Cartoon of digestive system

Digestive Conditions

Hippocrates once said, “All disease begins in the gut.” Good digestive health is imperative to maintaining optimal health and preventing chronic disease. If you have symptoms such as bloating, gas, constipation, diarrhea, inconsistent stool patterns, heartburn, fatigue, or any other symptoms related to poor digestion, then you may be able to benefit from naturopathic medicine.

Below are some digestive conditions that I commonly treat in practice.


Irritable Bowel Syndrome (IBS) and Small Intestinal Bacterial Overgrowth (SIBO)

Irritable bowel syndrome (IBS) affects up to 1 in 5 Canadians,[1] and up to 78 percent of individuals diagnosed with IBS may test positive for small intestinal bacterial overgrowth (SIBO).[2] SIBO, as its name implies, is an abnormal overgrowth of bacteria in the small intestine. SIBO occurs when bacteria inappropriately migrate from the large intestine to the small intestine. This can lead to numerous health issues.

Research has shown that diet and lifestyle changes can significantly improve both IBS and SIBO symptoms and overall quality of life. When treating these conditions, I use an evidence-based approach that incorporates laboratory testing, personalized nutrition, medicinal herbs, and acupuncture to:

  • Reduce abdominal pain, bloating, gas, and nausea

  • Eliminate the bacterial overgrowth

  • Normalize stool consistency and motility

  • Reduce chance of relapse

  • Improve associated symptoms, including disordered sleep and fatigue


Autoimmune Digestive Conditions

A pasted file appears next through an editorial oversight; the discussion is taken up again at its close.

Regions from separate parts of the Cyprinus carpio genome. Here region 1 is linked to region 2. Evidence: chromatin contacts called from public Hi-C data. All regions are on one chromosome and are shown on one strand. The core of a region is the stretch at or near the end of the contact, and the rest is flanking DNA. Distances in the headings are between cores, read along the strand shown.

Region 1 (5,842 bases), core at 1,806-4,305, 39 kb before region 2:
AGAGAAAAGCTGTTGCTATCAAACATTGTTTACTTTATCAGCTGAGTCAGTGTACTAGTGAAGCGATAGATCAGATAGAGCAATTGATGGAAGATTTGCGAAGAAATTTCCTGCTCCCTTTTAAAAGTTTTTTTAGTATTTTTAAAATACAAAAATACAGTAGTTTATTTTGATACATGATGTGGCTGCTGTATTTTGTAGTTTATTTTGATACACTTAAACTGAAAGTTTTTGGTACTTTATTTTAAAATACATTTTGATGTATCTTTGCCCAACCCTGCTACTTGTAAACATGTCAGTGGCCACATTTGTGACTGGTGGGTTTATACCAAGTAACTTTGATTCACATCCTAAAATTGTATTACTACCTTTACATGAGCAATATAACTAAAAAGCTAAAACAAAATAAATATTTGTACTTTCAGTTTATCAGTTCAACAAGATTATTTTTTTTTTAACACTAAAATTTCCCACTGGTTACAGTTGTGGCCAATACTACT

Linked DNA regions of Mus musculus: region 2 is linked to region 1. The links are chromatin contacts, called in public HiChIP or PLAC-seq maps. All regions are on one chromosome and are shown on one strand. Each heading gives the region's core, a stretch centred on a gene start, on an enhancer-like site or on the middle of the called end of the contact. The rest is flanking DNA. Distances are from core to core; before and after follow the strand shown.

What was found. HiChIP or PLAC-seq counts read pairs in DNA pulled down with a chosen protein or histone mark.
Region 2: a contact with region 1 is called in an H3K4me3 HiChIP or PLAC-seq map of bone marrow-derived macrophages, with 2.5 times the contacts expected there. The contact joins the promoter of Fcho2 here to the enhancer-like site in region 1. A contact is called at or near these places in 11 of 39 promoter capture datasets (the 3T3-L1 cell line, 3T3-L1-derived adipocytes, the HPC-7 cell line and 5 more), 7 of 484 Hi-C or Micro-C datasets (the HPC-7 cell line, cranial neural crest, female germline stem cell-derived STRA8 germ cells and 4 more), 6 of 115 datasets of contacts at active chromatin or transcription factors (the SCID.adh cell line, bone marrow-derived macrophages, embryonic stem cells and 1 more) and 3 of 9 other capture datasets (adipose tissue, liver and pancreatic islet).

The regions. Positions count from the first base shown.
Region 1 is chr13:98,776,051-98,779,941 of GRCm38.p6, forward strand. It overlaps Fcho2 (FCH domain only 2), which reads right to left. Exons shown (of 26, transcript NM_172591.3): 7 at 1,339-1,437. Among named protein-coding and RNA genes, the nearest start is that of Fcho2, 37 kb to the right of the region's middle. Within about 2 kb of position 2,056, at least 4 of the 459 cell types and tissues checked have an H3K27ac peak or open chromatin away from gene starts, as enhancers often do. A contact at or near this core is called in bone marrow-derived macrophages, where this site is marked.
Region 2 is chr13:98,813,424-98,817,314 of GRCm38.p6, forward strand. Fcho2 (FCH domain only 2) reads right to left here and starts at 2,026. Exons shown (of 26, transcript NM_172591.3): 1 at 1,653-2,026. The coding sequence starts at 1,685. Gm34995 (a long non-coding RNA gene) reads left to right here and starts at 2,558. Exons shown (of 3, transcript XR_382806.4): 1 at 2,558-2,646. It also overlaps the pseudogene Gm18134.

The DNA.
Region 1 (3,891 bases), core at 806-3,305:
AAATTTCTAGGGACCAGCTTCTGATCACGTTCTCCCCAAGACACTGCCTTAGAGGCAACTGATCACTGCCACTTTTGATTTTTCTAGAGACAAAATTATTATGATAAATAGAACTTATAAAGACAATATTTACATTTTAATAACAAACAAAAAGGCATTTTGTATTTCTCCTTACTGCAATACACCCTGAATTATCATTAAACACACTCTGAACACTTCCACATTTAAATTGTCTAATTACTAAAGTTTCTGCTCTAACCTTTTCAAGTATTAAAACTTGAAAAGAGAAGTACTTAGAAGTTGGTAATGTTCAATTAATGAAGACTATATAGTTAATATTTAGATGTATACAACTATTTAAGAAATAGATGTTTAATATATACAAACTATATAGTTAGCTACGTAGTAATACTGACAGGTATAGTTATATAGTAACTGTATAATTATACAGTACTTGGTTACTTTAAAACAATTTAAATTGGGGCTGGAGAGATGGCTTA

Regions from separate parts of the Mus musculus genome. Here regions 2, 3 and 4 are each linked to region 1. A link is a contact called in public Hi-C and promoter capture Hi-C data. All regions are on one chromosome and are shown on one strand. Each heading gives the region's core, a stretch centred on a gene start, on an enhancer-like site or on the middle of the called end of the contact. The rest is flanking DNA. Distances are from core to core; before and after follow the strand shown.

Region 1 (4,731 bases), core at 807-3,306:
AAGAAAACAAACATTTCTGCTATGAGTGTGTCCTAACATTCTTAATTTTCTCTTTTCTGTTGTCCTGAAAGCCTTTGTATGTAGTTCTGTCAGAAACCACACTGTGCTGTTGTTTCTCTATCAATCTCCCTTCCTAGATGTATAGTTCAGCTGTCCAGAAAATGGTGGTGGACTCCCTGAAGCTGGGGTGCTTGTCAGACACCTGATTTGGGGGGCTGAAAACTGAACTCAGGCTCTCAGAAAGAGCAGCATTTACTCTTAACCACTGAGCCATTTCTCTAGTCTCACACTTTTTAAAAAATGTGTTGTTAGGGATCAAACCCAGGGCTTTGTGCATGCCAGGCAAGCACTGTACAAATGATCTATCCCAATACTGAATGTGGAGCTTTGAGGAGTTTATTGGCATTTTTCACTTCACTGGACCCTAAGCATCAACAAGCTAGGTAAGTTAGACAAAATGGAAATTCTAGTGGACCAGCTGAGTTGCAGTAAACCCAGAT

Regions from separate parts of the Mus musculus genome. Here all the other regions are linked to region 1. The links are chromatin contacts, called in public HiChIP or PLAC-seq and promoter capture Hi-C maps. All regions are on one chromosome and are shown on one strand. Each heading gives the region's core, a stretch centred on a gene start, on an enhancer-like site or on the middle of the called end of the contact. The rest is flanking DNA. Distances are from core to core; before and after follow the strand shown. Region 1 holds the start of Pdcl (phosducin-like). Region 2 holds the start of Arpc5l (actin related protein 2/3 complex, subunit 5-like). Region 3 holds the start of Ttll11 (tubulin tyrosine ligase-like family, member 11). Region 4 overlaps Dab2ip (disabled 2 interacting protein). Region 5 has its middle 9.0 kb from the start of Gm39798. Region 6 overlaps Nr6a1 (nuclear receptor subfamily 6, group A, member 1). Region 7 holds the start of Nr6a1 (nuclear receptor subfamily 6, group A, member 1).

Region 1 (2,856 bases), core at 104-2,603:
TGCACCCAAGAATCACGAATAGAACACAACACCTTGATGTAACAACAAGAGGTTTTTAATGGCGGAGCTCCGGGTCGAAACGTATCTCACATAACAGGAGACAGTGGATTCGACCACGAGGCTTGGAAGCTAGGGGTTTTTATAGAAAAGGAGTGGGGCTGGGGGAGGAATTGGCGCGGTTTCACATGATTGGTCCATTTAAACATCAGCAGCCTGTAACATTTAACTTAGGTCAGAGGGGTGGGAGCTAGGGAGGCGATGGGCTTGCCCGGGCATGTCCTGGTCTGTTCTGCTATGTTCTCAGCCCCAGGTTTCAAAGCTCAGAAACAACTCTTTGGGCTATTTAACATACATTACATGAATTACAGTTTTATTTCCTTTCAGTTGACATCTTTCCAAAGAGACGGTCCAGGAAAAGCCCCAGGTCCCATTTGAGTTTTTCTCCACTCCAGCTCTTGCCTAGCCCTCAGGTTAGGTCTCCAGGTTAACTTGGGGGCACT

Autoimmune digestive diseases occur when the body’s immune system wrongly attacks part of the gastrointestinal tract. These conditions include inflammatory bowel disease (Crohn’s and Ulcerative Colitis), celiac disease, pernicious anemia, and many others.

Receiving a diagnosis of autoimmunity can be isolating and scary, and it not uncommon either. Canada has one of the highest incidences of Crohn’s and Colitis in the world, and the incidence of Crohn’s in Canadian kids has doubled since 1995.[3] Similarly, while the prevalence of Celiac disease in Canada is only 1 percent, researchers estimate that it goes undiagnosed 87 percent of the time.[4]

I support patients with autoimmune digestive conditions by working collaboratively with other medical doctors in their circle of care, requisitioning additional laboratory testing if indicated, providing clinical nutrition counselling, and utilizing anti-inflammatory medicinal herbs.


Acid Reflux and Gastroesophageal Reflux Disease (GERD)

Naturopathic treatment focuses on identifying food triggers that aggravate acid reflux/ heartburn as well as the use of vitamins and botanical herbs to help correct vitamin deficiencies - such as B12 and iron due to long-term use of proton-pump inhibitors - and reduce reflux episodes.[5] Several dietary and lifestyle factors can impact reflux, including:

  • Large meals and high-fat meals

  • Lying down after a meal

  • Various foods such as alcohol, chocolate, citrus fruits, and coffee

  • Weight gain

  • Smoking

Treatment plans are individualized and address the root cause of reflux as well as symptom management.


  1. Saha L. Irritable bowel syndrome: Pathogenesis, diagnosis, treatment, and evidence-based medicine. World J Gastroenterol. 2014;20(22):6759. doi:10.3748/wjg.v20.i22.6759.

  2. Ghoshal U. Irritable bowel syndrome and small intestinal bacterial overgrowth: Meaningful association or unnecessary hype. World J Gastroenterol. 2014;20(10):2482. doi:10.3748/wjg.v20.i10.2482.

  3. (2018). Crohn's and Colitis Foundation of Canada. [online] Available at: [Accessed 20 Sep. 2018].

  4. Jamnik, J., Villa, C., Dhir, S., Jenkins, D. and El-Sohemy, A. (2017). Prevalence of positive coeliac disease serology and HLA risk genotypes in a multiethnic population of adults in Canada: a cross-sectional study. BMJ Open, 7(10), pp.bmjopen-2017-017678.

  5. Lam, J., Schneider, J., Quesenberry, C. and Corley, D. (2017). Proton Pump Inhibitor and Histamine-2 Receptor Antagonist Use and Iron Deficiency. Gastroenterology, 152(4), pp.821-829.e1.